But the type yet lacks something for completeness; and for this reason we have the second bird, who, when 355 by his means the blood has been sprinkled on the leper, and the man is now pronounced clean, is released and flies away heavenward. What a beautiful symbol of that other truth, without which even the atonement of the Lord were nought, that He who died, having by that death for us procured our life, was then released from the bonds of death, rising from the dead on the third day, and ascending to heaven, like the freed bird, in token that His life-giving, cleansing work was done. Thus the message which, as the liberated bird flies carolling away, sweet as a heavenly song, seems to fall upon the ear, is this, "Delivered up for our trespasses, and raised for our justification" (Rom. iv. 25; see Gr.).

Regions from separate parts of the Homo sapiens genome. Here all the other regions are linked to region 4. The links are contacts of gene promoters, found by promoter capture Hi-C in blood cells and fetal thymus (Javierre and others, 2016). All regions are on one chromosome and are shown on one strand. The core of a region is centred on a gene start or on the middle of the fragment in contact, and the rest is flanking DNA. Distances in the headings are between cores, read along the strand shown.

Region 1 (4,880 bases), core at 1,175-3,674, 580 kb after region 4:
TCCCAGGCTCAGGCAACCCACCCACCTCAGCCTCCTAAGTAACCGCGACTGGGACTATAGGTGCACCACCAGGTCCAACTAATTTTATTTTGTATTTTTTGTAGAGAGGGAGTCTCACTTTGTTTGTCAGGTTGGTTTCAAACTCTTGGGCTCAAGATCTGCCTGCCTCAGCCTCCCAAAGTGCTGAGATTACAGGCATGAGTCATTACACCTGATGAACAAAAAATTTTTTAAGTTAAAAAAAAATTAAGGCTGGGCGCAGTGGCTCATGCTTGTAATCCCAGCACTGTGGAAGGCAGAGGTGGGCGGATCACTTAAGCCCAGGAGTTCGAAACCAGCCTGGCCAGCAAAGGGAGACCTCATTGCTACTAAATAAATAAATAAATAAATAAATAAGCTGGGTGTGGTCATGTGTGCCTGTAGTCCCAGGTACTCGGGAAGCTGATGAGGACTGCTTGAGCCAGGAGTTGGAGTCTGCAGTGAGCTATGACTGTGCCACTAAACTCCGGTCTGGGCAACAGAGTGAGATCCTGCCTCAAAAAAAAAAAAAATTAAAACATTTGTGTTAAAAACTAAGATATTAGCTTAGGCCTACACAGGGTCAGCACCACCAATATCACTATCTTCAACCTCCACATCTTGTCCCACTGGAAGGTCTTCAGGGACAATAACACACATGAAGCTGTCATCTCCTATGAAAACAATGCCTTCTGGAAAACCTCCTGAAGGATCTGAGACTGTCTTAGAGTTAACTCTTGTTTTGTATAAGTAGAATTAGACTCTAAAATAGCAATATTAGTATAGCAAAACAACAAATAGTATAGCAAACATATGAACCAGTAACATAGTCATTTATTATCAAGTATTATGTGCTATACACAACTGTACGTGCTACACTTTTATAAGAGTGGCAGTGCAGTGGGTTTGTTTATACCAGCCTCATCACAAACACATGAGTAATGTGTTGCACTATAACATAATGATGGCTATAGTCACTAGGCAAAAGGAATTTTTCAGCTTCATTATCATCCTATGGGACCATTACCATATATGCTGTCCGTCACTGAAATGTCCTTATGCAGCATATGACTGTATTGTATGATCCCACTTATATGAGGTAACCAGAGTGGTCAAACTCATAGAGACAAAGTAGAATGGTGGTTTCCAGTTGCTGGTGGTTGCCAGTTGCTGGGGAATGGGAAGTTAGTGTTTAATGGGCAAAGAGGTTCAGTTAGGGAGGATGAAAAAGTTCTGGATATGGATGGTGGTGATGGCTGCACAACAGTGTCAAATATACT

But although thus and then restored to his standing as a member of the living people of God, not yet was the cleansed leper allowed to appear in the presence of God at the tent of meeting. There was a delay of a week, and only then, on the eighth day, the day typical of resurrection and new creation, does He appear before God. Is there typical meaning in this delay? We would not be too confident. It is quite possible that this delay of a week, before the cleansed man was allowed to present himself for the completion of the ceremonial which reinstated him in the plenary enjoyment of all the rights and privileges of a child of Israel, may have been intended merely as a precautionary rule, of which the purpose was to guard against the possibility of infection, and the defilement of the sanctuary by his presence, through renewed activity of the disease; while, at the same time, it would serve as a spiritual discipline to remind the man, now cleansed, of the extreme care and holy fear with which, after his defilement, he should venture into the presence of the Holy One of 356 Israel; and thus, by analogy, it becomes a like lesson to the spiritually cleansed in all ages.